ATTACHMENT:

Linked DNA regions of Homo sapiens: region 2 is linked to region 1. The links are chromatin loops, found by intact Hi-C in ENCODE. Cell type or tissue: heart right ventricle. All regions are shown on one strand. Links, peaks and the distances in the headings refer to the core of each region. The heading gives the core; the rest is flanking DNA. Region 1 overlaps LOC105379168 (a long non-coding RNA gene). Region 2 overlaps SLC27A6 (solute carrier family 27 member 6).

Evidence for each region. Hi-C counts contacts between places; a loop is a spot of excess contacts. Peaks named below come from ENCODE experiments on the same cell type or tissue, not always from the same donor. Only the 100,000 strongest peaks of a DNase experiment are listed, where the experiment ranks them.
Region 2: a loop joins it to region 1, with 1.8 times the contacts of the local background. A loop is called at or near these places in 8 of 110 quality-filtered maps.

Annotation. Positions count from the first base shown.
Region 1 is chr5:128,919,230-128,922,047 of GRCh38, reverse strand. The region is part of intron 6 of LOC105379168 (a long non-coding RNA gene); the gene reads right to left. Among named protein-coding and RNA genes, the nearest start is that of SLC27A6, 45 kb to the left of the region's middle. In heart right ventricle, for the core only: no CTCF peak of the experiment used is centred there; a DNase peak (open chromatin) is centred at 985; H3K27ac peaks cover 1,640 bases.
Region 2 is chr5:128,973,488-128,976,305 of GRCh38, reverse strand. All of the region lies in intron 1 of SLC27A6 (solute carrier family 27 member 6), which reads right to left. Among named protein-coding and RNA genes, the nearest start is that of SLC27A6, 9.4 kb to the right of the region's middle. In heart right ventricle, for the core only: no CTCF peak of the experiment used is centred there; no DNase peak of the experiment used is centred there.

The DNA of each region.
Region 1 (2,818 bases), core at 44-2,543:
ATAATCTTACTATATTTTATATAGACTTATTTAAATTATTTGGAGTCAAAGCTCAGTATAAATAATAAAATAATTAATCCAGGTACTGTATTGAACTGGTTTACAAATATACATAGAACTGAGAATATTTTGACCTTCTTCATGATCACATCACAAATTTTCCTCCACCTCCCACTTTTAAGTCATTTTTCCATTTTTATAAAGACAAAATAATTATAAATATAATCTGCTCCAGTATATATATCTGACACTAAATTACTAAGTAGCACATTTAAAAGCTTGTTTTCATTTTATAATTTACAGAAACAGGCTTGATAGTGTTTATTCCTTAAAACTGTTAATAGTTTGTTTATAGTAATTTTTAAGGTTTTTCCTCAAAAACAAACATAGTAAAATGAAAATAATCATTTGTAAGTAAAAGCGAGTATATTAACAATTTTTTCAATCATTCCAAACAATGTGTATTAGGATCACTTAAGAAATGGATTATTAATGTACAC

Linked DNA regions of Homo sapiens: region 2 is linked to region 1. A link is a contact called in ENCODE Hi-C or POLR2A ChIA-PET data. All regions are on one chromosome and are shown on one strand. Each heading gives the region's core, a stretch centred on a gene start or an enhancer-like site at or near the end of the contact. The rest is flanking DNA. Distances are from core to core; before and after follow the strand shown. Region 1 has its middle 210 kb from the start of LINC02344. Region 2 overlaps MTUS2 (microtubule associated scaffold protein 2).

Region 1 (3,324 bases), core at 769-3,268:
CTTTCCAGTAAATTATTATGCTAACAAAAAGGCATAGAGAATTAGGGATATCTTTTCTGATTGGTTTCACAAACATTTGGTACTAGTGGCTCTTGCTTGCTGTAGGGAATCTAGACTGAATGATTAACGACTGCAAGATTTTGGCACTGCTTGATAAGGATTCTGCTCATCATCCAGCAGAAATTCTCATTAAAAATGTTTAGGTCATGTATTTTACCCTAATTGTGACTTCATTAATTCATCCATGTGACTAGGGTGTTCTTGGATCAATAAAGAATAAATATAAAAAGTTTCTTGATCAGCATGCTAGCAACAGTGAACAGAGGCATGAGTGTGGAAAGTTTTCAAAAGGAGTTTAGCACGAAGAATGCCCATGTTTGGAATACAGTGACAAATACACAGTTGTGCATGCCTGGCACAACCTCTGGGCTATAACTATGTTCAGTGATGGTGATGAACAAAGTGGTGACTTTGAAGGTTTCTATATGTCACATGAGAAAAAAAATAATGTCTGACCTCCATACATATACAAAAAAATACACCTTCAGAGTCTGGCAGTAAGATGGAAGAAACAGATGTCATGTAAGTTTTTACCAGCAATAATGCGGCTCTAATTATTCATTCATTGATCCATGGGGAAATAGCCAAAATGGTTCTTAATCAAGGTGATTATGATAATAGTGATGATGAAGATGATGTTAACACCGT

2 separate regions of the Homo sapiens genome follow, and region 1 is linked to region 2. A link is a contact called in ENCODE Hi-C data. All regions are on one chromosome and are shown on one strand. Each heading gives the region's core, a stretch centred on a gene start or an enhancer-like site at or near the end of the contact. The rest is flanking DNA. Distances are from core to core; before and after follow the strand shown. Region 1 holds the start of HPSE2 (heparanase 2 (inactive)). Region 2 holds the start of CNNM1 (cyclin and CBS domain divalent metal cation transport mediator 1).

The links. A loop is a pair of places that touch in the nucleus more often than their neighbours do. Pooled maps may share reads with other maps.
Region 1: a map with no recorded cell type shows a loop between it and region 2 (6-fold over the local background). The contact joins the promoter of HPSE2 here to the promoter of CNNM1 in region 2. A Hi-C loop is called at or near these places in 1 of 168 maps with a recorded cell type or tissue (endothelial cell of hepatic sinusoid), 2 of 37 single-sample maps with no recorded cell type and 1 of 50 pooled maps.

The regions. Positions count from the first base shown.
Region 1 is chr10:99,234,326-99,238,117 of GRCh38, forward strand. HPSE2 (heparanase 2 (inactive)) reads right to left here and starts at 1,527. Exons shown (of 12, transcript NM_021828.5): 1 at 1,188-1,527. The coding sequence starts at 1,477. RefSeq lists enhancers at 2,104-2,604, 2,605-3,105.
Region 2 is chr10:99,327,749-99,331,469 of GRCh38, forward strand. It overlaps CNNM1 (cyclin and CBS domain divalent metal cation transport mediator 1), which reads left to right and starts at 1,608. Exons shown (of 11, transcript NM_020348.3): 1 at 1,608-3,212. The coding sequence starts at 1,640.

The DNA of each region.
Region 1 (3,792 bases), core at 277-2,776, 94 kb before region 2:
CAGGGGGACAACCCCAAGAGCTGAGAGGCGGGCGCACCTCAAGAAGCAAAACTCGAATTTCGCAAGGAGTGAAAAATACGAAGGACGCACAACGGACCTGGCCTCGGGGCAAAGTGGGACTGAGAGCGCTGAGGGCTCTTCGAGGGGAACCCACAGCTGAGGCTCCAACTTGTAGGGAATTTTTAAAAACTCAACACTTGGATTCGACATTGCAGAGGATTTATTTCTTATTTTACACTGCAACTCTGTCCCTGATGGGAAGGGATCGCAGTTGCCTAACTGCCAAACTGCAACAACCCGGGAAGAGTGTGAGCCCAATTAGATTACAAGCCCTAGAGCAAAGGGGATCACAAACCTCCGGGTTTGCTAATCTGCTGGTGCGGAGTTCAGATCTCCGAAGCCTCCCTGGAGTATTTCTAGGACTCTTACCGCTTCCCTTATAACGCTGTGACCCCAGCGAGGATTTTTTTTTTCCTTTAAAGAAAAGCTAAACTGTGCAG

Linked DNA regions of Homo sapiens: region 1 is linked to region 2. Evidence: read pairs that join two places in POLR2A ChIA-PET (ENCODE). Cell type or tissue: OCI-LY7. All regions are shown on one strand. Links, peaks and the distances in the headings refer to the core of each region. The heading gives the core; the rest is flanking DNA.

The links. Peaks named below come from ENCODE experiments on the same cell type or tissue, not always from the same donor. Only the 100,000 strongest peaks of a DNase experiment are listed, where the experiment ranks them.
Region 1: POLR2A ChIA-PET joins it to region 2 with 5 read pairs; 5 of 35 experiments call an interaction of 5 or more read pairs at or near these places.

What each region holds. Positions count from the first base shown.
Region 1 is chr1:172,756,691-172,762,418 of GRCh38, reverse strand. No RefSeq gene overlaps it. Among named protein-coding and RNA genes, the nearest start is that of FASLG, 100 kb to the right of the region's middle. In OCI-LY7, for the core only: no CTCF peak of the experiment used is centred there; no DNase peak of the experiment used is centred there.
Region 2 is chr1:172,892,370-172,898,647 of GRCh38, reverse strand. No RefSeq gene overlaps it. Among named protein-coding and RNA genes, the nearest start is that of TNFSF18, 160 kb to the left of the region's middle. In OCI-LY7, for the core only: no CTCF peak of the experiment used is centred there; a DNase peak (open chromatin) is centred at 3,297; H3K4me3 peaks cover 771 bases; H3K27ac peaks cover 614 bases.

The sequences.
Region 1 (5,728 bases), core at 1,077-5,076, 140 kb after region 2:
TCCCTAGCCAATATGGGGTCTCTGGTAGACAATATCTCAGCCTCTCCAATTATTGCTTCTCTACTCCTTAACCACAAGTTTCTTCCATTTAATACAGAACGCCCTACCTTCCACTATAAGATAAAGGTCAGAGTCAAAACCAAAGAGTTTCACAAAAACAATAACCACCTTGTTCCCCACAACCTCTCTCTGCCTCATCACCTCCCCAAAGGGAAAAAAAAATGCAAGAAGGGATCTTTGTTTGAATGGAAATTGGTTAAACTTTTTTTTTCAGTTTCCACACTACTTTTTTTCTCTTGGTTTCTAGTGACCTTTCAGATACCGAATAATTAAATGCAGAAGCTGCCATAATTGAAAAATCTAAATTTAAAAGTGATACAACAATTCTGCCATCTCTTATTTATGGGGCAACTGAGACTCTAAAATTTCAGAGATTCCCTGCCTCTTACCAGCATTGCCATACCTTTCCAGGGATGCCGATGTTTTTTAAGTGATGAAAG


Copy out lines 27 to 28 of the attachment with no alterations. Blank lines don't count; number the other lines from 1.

Region 2 is chr1:172,892,370-172,898,647 of GRCh38, reverse strand. No RefSeq gene overlaps it. Among named protein-coding and RNA genes, the nearest start is that of TNFSF18, 160 kb to the left of the region's middle. In OCI-LY7, for the core only: no CTCF peak of the experiment used is centred there; a DNase peak (open chromatin) is centred at 3,297; H3K4me3 peaks cover 771 bases; H3K27ac peaks cover 614 bases.

The sequences.